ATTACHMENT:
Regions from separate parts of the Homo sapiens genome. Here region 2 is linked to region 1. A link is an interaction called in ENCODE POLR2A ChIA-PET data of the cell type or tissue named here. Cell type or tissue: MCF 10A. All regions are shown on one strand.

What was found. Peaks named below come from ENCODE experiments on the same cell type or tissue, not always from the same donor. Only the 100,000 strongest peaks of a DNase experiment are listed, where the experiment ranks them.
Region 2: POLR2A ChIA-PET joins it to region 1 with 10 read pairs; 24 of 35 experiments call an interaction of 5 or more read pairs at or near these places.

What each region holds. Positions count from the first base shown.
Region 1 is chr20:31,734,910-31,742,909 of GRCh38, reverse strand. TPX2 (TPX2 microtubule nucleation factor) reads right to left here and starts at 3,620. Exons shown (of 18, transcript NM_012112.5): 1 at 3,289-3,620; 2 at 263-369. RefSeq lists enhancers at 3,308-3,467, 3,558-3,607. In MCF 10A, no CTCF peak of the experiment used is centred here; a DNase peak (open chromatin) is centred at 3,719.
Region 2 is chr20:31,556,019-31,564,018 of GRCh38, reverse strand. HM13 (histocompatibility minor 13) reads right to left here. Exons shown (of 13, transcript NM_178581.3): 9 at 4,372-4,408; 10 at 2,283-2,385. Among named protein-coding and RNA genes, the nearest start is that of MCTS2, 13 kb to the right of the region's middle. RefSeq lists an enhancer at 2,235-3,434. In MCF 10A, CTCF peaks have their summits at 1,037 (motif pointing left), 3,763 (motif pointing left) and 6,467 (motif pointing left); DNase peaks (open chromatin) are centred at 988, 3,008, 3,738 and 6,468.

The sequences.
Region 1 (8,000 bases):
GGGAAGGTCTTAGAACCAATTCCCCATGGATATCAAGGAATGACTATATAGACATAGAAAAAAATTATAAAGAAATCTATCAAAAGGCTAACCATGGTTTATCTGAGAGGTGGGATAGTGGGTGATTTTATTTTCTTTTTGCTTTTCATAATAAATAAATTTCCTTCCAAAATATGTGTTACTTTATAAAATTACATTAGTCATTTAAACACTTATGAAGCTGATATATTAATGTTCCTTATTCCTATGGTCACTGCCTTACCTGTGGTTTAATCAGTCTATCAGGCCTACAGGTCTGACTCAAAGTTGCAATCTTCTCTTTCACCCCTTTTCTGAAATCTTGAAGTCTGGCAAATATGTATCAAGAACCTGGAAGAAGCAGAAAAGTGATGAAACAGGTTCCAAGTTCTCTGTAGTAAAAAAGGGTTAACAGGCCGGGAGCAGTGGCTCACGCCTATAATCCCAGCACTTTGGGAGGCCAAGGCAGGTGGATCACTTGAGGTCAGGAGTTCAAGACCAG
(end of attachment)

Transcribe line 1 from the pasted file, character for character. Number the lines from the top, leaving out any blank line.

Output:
Regions from separate parts of the Homo sapiens genome. Here region 2 is linked to region 1. A link is an interaction called in ENCODE POLR2A ChIA-PET data of the cell type or tissue named here. Cell type or tissue: MCF 10A. All regions are shown on one strand.